5. Learn to grocery shop
If you’re going to learn how to cook, you need to learn how to shop. There’s more to it than just knocking the items off of your list, too.
First and foremost, don’t go shopping when you’re hungry. You’ll end up acting on those feelings and buying things you didn’t intend to. Have a snack or meal before hitting the store. One more piece of advice? Stay out of the aisles. National Geographic explains grocery stores are laid out in a very specific manner, and most of the foods you should be avoiding are located in the aisles. Stick to the store’s perimeter for the best options.
6. Learn to portion
Learning to shop and cook is one thing — it gives you a sense of control over what and when you’re eating, which is great. But you’ll run up against one more obstacle: How much you’re eating. Start measuring and portioning out your meals. This essentially amounts to calorie counting, which a lot of people despise. However, it does work. Start by getting a food scale, some Ziploc bags, and some containers to sort and portion your meals.
7. Plan and remove decision-making
One trick you can add to your arsenal is to plan out all of your meals well in advance — alternatively, you can eat the same thing every day if you’re not one for variety, too. This way, you’re not left scouring the pantry or fridge looking for something to eat. You know, and have known for days, exactly what you’re going to have for dinner or for a snack. And because you planned it (or simply like eating the same things), you already have what you need.
8. Use technology to your advantage
It’s 2017 and the future is now. We highly encourage you to use the tools available. That may include using fitness trackers, like the one seen above. Or, it can mean using food trackers, like MyFitnessPal. This allows you to track your diet and see exactly how many calories you’re consuming. You can also go old-school and use a piece of paper and a pen to make your own fitness journal, no fancy accessories required.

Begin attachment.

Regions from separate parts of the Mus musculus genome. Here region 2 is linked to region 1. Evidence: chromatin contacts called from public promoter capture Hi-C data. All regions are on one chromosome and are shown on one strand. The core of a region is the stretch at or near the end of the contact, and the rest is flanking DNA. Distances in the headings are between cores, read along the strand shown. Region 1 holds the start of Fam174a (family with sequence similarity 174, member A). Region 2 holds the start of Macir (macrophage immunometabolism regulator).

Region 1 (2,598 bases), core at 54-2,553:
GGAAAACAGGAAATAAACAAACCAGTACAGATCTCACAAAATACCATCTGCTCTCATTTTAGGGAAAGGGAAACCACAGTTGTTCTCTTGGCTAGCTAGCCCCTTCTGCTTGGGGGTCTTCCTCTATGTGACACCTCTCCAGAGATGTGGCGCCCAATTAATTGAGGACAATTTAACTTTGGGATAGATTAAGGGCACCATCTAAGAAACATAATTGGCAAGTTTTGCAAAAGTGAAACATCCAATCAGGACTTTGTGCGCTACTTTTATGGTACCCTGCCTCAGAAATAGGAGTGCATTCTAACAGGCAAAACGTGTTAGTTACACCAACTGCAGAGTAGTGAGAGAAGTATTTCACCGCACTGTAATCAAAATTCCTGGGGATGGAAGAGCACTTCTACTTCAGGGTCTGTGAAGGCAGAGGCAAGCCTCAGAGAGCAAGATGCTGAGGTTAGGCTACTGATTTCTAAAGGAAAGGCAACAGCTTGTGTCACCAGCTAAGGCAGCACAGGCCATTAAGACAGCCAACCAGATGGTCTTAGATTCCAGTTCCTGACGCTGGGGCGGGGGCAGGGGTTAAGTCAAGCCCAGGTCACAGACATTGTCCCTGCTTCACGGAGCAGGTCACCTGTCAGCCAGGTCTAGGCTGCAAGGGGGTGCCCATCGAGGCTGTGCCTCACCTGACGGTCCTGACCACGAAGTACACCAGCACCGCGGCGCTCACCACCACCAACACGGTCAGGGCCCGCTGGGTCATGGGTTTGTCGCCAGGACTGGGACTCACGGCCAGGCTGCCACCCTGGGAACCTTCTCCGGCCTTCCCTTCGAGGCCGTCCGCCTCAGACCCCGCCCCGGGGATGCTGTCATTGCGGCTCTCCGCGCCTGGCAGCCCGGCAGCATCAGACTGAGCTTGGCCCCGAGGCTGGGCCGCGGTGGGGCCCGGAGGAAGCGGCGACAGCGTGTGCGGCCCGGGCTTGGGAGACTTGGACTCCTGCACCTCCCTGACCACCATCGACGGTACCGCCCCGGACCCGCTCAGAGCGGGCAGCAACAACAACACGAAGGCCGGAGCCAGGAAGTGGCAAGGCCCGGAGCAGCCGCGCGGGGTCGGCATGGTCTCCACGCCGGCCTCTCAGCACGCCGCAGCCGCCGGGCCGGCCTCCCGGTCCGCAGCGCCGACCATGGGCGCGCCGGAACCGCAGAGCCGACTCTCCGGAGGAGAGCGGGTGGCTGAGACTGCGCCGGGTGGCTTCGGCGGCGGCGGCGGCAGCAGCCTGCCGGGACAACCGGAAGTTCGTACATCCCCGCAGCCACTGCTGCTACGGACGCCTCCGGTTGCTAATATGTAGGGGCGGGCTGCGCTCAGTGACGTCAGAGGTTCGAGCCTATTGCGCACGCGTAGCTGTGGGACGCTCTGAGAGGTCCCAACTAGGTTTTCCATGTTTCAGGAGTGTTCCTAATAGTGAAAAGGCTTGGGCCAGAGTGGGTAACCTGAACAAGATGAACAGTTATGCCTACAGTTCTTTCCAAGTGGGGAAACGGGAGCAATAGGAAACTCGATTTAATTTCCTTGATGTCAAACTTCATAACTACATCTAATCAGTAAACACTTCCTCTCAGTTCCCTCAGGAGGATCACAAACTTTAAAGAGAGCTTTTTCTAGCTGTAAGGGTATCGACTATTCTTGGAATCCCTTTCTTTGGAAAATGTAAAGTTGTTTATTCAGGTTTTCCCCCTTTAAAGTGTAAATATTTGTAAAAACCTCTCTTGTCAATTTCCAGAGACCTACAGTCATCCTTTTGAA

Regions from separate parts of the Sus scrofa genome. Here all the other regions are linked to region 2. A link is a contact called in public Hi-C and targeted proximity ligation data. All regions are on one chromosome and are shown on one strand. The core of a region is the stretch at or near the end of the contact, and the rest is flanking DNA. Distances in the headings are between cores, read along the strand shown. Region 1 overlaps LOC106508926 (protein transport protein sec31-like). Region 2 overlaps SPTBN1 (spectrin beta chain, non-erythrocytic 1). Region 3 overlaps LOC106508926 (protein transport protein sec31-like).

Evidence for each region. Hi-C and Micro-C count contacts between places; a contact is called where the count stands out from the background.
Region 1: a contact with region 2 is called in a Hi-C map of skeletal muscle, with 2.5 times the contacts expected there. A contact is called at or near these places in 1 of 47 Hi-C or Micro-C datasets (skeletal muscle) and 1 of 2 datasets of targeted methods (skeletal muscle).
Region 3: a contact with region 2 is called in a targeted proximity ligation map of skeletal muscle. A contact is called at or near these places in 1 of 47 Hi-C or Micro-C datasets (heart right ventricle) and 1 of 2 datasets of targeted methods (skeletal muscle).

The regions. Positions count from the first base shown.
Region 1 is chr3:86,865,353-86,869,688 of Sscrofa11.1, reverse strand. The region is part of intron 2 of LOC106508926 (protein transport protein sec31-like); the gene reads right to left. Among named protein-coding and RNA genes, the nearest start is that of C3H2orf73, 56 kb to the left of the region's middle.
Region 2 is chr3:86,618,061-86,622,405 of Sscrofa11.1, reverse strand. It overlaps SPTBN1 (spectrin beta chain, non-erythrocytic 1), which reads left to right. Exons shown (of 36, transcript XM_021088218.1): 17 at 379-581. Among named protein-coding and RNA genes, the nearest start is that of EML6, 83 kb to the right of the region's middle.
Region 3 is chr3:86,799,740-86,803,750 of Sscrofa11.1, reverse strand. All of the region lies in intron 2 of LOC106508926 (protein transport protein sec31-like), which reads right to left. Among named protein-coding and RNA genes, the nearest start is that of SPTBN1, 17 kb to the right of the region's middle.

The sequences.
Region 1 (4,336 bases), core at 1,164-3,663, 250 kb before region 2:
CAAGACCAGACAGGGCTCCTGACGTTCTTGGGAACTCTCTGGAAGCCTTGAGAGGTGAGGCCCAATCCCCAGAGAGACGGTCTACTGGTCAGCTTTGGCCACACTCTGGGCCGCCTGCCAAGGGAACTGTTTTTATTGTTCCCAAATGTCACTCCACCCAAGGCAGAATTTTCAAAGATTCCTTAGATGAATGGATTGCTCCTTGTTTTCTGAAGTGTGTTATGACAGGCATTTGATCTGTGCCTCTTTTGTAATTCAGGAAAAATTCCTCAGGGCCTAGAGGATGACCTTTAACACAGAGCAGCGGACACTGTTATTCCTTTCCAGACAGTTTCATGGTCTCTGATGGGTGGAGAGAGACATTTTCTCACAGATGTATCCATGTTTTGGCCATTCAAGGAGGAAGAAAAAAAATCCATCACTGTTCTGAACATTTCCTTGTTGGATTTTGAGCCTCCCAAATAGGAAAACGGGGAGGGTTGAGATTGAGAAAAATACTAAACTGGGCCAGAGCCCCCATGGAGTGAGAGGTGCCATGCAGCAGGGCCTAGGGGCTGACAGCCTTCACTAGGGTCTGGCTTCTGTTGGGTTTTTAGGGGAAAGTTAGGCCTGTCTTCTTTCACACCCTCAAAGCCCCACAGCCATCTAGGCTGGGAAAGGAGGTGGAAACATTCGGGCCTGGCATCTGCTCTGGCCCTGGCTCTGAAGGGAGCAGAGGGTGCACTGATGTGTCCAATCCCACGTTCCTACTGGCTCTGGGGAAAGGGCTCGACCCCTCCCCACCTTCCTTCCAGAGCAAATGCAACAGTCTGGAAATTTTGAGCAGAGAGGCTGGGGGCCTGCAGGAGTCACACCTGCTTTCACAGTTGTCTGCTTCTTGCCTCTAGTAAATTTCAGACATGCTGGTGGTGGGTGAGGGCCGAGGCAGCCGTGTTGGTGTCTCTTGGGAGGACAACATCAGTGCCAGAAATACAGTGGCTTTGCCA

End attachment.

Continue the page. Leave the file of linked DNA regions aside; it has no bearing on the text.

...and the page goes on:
9. Reframe how you think about food
In order to truly change your relationship with food, you need to reframe how you think about it. Eating, from a purely biological standpoint, is the act of simply refueling your body. You need resources, and food and drink deliver them in the form of vitamins, minerals, fats, and calories. Most of us don’t think of eating in this way, however. It’s a social event and something we look forward to.
But if you can think of eating as fueling your body rather than comforting yourself, and thus make different choices regarding the types of foods you’re consuming, you can make better decisions.
10. Keep your goals in mind
Finally, try to keep your long-term goals in mind when making decisions regarding your diet. Yes, you’re going to want to eat an entire Funfetti cake or Little Caesar’s pizza from time to time. But it’s not going to serve you in the long run, and for that reason, you should opt for more sensible options. Think about your goals before every meal. Indulge sometimes, but for the most part, try to keep the long game in mind.